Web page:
CP – You’ve been incredibly hands on over the years for the cigar making and blending process as well as doing many events and giving tasting seminars. When it comes to tasting cigars, what are some things that people should pay attention to?
MH – Well, let me speak for tasting Ferio Tego cigars. First, I would say pay close attention to the first few puffs and your initial reaction to them. Not just the “first third,” but the first five minutes. One wouldn’t skip the first five minutes of a movie, or the first chapter of a book. The first puffs of our blends are deliberate. The first few minutes are a significant part of the story that each specific blend tells. Every one of our blends has a story line, with a beginning, middle and end. Next pay attention to temperature. Too often consumers chase “burn line.” I would much rather have a wavy burn line, but lower temperature of combustion as a result of drawing slower and less frequently. Chasing burn lines by constantly touching up the end only keeps the smoke hot, which can significantly alter the flavors creating sour, acrid notes. If combustion truly becomes so uneven that an area is extinguished, then of course even it out… but flavor and temperature are more important than razor sharp burn lines. And then look to body, complexity, palate condition and stimulation, flavors and the development of flavors.
CP – A lot of consumers out there talk about the tasting notes in reviews or cigar descriptions and say that they can’t find the specific flavors that are mentioned. They either think they don’t have a sophisticated enough palate or that the review is off. What would you say to them?
MH – Those consumers need a hard reset to delete all their mental cookies and clear their mental cache, and then remind themselves why they enjoy cigars in the first place. Close your browser, social media and magazines (no offense, Thor), put on some music or get together with a few pals, and enjoy a cigar. PERIOD. When it’s over, ask yourself or discuss with your pals whether you liked it or not, and decide if you would like to enjoy that cigar again some time. And once you’ve reached a conclusion, support it with “why.” That’s it. The end. Keep your hobby your hobby. Take notes and reviews for your own reference, to remember why you liked or disliked a particular cigar. The reality is, if you enjoy cigars, you have a sophisticated palate. Don’t chase adjectives and descriptions that aren’t authentic to you… and don’t believe everything you read. Just cut, light, enjoy and repeat. If you want to share your experiences by publicizing your review do it… but don’t editorialize your own review based on other people’s review styles. I can tell you this… I know A LOT of cigar makers… and NONE of the cigar makers, the blenders, the owners… and very few of them describe their cigars the way they are ultimately reviewed.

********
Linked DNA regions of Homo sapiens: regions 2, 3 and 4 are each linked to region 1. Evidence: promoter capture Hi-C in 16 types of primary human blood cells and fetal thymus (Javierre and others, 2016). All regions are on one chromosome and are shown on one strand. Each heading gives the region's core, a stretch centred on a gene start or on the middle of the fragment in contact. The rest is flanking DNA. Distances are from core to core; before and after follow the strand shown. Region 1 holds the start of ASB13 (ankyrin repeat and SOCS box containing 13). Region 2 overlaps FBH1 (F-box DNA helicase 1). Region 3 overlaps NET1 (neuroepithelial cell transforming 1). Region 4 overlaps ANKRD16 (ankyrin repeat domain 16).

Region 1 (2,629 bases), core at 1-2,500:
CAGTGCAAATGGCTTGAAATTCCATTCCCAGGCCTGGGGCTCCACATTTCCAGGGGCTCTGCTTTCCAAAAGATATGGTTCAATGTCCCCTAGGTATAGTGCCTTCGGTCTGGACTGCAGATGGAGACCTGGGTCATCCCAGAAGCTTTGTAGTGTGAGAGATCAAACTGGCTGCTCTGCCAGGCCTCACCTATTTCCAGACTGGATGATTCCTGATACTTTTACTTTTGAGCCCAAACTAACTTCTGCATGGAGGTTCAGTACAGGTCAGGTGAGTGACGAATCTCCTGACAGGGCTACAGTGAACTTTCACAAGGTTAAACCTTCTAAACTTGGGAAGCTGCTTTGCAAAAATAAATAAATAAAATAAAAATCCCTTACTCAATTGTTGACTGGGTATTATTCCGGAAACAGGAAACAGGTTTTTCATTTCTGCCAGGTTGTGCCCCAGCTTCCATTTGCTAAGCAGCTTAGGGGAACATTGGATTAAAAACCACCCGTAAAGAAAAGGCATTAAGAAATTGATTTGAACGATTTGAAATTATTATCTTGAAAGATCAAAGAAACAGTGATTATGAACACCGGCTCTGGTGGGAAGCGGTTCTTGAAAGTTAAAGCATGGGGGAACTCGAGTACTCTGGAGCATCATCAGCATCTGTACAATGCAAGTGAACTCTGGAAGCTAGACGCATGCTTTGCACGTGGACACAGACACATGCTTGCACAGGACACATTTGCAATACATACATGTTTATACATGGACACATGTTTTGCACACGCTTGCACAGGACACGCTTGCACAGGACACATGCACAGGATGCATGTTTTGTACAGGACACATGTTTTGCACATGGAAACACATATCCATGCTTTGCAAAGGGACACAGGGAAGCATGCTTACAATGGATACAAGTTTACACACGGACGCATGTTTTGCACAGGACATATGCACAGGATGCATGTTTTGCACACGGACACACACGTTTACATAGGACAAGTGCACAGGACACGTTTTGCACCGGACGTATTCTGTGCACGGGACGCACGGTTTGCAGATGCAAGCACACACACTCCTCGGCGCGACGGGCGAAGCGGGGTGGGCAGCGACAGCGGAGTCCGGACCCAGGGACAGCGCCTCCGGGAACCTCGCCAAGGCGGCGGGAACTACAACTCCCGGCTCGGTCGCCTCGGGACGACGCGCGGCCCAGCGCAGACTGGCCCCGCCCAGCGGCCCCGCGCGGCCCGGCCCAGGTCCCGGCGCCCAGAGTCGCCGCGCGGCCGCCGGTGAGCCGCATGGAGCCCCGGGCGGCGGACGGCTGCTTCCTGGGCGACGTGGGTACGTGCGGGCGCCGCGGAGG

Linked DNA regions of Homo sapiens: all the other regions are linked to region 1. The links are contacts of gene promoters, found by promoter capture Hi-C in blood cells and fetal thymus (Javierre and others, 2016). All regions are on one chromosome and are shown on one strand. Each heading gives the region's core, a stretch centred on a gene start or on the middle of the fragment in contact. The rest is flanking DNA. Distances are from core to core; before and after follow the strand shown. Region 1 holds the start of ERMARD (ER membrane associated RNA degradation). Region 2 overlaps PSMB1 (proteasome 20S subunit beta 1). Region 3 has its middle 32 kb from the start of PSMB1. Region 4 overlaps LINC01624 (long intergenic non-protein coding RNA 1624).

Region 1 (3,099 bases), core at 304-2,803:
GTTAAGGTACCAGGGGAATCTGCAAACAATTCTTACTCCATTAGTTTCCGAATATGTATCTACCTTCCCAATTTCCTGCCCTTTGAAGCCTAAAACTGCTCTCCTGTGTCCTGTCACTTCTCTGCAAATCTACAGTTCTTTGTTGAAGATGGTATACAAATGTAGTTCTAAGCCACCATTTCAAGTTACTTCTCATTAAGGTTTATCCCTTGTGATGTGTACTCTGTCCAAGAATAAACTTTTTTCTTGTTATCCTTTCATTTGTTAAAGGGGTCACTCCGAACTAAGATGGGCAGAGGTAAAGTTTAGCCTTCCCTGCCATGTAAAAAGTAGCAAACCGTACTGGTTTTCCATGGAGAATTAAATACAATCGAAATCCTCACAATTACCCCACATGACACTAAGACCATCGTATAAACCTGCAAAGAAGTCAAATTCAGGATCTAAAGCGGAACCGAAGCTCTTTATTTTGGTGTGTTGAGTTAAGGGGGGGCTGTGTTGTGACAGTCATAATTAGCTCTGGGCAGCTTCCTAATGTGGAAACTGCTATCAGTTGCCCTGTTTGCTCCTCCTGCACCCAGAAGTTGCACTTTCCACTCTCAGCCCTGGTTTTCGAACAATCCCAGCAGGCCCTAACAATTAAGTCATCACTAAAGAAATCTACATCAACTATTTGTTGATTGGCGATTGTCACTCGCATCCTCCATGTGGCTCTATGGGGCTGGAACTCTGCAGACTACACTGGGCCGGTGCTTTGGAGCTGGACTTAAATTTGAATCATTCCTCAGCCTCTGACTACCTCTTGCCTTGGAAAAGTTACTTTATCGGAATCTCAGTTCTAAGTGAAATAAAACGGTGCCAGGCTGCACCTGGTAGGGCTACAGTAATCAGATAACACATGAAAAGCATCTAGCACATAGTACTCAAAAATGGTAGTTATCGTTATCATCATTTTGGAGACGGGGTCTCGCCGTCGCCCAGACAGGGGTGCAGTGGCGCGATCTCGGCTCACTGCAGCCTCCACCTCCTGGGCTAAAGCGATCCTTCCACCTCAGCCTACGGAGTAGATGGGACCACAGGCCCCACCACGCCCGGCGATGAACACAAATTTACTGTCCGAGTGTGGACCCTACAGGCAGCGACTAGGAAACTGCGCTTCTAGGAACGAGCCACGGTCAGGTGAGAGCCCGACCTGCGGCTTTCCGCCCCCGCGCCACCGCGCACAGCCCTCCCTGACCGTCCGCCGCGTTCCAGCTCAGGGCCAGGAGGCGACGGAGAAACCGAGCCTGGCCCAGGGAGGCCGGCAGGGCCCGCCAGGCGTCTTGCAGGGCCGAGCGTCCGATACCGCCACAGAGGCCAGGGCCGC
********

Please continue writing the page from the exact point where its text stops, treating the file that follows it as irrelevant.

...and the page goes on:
CP – You’re exactly right. Cigars will inevitably taste different or remind people of different flavors. You just have to light it up and enjoy it. Don’t overthink it, don’t look for anything, just let it develop and see what you get out of it. I think when people are just getting into cigars they lean heavier on ratings and reviews and get frustrated when it doesn’t taste like they think it should. It’s good not to have too many pre-conceived ideas of what it should be like. Walking into a humidor can be a bit overwhelming for people new to cigars, too. What are some questions that you would ask in order to help guide them in the right direction and what advice would you give?